Thursday, January 22, 2009

Beware Fake Pot Lids on eBay!

There are lots of diverse experts on the discussion forum. The site is a great place to fraternize with relic hunters, privydiggers and antiques collectors of all descriptions. Everyone has something to share, and diggers are now beginning to meet and frequent the boards in search of rare and valuable information.

It was obvious to me that Greg Dean was different right from the moment he arrived. He's an Aussie. And a bottle digger and historian. But most remarkably, he's a man with a message – beware fake transfer ware pot lids on eBay!

It was late November 2008 when Mr Dean first introduced himself as ‘Card Shark’ in the Dumpdiggers Discussion Forum and soon launched discussions about this ongoing fraud. But Greg Dean could talk about anything - his website is chock full of awesome digging pictures, (he has great photos showing thousands of recovered old bottles and pottery pieces beside deep holes in England). But the new member immediately posted links to his pot lids on display in a show somewhere and then proceeded to warn us all about a crises in the world of pot lids. Yes that’s right, pot lids. Crises.

What the heck are pot lids?
In the 1840s, as the steam engine transformed England, the kingdom's foremost chemists, druggists, and toiletry suppliers paid commercial artists to create pictorial labels which could be applied to ceramic containers using new ‘transfer printing’ techniques.

Greg Dean collects pot lids, among other things and some of the prettiest pot lids you ever did see are on display on his website, Dean

On the federation of historical bottle collectors website, there’s a very informative Adobe pdf article outlining the specifics of collecting pot lids. Collecting Pot Lids by Bruce Pynn and Swanson Jr begins by describing the ‘transfer-print’ procedure that makes 'transfer ware'.

The Transfer Print Process
To properly understand Greg Dean’s message, it’s important to understand how this early printing was actually accomplished. The simple process was as follows:
1. Ink is distributed on tissue paper from an engraved copper plate.
2. The art is baked onto the pottery or porcelain surface during the ‘bisque stage’
3. The paper is rubbed and some pressure is applied to assist in the transfer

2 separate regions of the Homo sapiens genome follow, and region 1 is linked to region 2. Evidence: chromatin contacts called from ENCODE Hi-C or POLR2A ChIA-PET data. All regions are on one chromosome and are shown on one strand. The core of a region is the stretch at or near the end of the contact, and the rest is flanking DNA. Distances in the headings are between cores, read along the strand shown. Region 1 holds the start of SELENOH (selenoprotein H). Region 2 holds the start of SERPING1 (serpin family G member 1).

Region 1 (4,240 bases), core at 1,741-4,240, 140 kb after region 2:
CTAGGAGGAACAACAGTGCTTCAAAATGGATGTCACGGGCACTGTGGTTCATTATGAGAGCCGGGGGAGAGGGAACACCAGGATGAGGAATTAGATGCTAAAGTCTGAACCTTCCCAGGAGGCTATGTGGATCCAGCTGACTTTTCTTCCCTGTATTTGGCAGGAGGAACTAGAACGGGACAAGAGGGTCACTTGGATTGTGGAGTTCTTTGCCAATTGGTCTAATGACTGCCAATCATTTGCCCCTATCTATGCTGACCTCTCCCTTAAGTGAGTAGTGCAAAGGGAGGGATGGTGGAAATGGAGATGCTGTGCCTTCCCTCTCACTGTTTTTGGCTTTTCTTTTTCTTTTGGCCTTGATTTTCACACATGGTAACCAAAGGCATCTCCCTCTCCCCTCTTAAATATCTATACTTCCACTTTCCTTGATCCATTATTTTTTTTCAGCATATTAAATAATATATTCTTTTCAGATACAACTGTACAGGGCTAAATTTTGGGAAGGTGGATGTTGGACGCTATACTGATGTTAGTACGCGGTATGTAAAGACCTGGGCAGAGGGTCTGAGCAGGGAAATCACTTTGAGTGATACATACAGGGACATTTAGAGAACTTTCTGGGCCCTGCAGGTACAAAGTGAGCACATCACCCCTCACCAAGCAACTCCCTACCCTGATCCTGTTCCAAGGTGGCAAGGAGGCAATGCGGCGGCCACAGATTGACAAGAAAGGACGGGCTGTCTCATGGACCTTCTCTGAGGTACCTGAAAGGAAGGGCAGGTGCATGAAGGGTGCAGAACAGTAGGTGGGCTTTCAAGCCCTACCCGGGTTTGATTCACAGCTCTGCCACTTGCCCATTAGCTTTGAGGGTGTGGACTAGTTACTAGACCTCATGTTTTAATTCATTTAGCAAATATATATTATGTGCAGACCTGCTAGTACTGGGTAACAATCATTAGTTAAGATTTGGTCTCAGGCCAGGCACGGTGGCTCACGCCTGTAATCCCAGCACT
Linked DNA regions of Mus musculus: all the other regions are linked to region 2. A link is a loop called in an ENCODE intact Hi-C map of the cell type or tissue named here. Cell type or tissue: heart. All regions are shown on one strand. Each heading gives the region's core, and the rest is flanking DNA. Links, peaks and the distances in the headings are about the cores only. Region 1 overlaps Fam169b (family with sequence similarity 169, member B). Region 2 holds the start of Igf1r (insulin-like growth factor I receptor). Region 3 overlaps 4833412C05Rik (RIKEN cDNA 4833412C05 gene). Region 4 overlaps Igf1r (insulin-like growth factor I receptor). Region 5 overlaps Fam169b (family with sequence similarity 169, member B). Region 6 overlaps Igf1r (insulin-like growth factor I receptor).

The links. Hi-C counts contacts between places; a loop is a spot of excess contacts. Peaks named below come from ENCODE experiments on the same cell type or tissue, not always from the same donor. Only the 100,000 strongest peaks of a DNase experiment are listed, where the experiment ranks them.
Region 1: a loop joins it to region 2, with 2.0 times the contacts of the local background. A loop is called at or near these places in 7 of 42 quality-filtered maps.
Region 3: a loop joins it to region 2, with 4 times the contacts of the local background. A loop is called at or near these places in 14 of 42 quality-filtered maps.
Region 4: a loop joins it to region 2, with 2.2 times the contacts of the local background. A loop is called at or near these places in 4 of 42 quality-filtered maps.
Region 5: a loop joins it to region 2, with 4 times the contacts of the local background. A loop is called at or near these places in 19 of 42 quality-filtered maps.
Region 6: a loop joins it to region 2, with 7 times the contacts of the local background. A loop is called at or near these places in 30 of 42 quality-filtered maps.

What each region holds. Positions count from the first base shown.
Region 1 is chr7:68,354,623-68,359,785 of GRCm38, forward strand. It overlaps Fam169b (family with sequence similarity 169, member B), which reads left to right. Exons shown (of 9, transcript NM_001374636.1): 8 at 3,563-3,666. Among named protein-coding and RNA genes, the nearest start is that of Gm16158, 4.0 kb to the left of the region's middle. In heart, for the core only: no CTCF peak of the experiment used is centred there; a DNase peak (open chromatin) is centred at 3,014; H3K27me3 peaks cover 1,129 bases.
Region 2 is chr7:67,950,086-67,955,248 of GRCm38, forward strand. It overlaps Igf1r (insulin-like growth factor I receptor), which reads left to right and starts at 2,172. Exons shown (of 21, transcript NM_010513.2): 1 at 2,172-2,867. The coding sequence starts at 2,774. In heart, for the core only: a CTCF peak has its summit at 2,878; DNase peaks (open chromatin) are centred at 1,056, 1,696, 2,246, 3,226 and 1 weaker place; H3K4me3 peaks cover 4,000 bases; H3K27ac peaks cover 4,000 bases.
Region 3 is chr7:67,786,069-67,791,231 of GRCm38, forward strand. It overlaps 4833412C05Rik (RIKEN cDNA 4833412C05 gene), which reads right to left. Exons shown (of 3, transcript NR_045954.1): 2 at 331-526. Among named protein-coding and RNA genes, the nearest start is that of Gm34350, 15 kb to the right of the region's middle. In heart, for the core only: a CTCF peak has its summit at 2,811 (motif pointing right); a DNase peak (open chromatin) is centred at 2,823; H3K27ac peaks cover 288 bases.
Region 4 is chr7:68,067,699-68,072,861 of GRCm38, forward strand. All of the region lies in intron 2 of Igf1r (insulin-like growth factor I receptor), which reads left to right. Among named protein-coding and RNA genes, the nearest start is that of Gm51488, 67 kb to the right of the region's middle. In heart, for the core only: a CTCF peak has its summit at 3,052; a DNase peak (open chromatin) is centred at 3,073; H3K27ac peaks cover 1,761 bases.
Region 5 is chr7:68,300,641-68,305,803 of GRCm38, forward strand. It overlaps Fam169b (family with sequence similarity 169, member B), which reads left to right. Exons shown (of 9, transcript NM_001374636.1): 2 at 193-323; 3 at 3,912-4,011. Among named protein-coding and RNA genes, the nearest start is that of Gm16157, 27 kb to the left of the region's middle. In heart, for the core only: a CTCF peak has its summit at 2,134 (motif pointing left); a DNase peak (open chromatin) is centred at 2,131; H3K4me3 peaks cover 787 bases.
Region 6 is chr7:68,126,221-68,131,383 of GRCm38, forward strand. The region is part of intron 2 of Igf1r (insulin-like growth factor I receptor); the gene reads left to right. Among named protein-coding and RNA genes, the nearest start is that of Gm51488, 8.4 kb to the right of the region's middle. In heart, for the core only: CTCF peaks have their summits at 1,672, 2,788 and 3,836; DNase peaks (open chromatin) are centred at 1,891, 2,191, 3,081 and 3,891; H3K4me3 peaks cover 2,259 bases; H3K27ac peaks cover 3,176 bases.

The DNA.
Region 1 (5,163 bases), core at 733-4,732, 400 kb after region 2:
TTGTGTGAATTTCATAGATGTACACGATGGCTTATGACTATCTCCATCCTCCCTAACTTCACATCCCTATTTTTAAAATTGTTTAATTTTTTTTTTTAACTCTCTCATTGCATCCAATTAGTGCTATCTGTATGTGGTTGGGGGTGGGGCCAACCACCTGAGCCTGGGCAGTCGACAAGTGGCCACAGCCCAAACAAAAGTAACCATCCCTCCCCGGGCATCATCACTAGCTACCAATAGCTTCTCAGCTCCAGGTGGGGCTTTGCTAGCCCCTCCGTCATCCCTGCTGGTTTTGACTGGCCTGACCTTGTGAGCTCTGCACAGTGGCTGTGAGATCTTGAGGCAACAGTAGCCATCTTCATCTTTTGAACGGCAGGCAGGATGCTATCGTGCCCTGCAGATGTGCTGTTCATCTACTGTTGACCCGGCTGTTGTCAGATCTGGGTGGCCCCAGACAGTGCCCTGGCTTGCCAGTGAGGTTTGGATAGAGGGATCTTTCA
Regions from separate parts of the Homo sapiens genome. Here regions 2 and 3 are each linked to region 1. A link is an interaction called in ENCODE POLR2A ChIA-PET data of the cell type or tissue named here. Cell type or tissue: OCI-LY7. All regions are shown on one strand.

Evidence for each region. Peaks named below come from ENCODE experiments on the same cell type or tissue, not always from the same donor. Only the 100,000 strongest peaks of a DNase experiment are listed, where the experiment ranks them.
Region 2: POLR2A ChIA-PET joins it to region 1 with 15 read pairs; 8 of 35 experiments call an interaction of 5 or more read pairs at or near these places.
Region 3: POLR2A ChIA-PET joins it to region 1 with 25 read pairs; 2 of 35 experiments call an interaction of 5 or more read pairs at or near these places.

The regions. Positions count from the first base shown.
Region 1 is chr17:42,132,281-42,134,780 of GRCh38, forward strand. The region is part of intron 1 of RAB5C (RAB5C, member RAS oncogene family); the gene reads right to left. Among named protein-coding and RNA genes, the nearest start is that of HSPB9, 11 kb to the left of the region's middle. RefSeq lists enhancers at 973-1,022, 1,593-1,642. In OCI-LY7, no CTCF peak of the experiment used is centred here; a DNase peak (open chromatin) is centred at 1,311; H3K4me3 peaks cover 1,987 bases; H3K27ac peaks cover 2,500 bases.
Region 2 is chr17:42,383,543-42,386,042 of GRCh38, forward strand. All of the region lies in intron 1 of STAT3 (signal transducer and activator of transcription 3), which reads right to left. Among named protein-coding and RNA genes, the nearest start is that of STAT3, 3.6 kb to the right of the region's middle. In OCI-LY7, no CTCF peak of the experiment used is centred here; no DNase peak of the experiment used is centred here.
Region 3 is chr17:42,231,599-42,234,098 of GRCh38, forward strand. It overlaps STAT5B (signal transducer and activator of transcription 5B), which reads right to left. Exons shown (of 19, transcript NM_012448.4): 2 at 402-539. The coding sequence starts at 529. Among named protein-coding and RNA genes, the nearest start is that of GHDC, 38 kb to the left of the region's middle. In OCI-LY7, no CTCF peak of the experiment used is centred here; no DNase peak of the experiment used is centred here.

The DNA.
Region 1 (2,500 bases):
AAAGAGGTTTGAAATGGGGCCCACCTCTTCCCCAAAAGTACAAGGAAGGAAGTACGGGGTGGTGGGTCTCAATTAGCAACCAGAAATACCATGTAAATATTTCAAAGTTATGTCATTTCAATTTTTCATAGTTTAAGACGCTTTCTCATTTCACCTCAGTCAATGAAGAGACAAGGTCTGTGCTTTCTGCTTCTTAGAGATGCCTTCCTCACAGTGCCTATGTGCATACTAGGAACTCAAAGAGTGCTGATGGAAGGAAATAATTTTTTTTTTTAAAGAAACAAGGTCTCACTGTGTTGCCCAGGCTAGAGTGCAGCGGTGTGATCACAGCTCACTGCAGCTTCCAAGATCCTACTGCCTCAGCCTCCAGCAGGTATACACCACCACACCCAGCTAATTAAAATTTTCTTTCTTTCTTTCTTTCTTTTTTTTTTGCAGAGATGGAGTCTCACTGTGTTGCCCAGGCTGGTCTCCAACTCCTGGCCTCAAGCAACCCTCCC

4. The object is floated in water or washed until all the paper is removed.

What was inside the decorated pottery?
Toothpaste or tooth powder tins were almost always decorated, but also pomade, shaving cream, cold creams, various ointments (bear’s grease), mustache wax, shoe polish, and medicinal salves.

What are fake pot lids?
Some pot lids are very rare, and they are valuable because they are so beautiful and so hard to find. Reproductions MUST be clearly labeled as such and identified here. Greg Dean of Dean Antiques has written articles and posted pictures to help identify fakes, and document the relatively recent phenomenon of reproduction Pot Lids appearing on eBay. Here is a repo beside a genuine pot lid. Can you tell which is which?

Greg Dean writes about how to determine a pot lid label's authenticity on his website, Dean Antiques. From what I can gather it has to do with colour and the particular shade of light that’s reflected by genuine pieces under ultraviolet lamps. Buyers should also scrutinize the density of the lacquer or surface glaze, and the presence and quality of the crazing.

What is Crazing?
‘Crazing’ is the patchwork of fine cracks inside or under the surface of a glaze.

Technology Makes Reproduction Easier and More Effective:
Greg Dean laments that new photocopier technology is what makes it possible for unscrupulous artisans to mimic transfer printing so successfully – especially when these artists skillfully transpose images to a thin transparent film, and then apply this to a blank lid from the same time period.

Greg writes, “Using a blank or acid cleaned original as a base, the image can be easily resized and attached to fit almost anything.” But armed with proper knowledge it is possible to spot these reproductions.

Here are three Rob Smith Bears Grease lids:
The first of these three Rob Smith Bears Grease lids is real. It's extremely rare and has a well known pedigree in the X-Ball Collection.

The next two however are fakes. This art is just a modern photocopy of the original paper label, and from their grainy appearance Greg believes this eBay seller simply copied a reference publication. He writes, “This particular pot lid has been well documented over the years.

The copied label is adhered to a genuine more common antique lid, possibly once a paper label, sometimes even an acid etched lesser valued regional lid of approximate size, then sealed with some form of epoxy or similar. Although the transfer is generally less than sharp, unless you have owned or handled an original, on the spot identification can be deceptive.

Over time the fakery becomes more obvious as all repairs fade. It is not uncommon for repairers to coat their modified lids with urethane, or similar glazes to protect the porous "very workable" repairing compounds used from being discovered. Any discoloration should be carefully examined.


alex said...
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Teena in Toronto said...

Nice write-up about you today in the Star: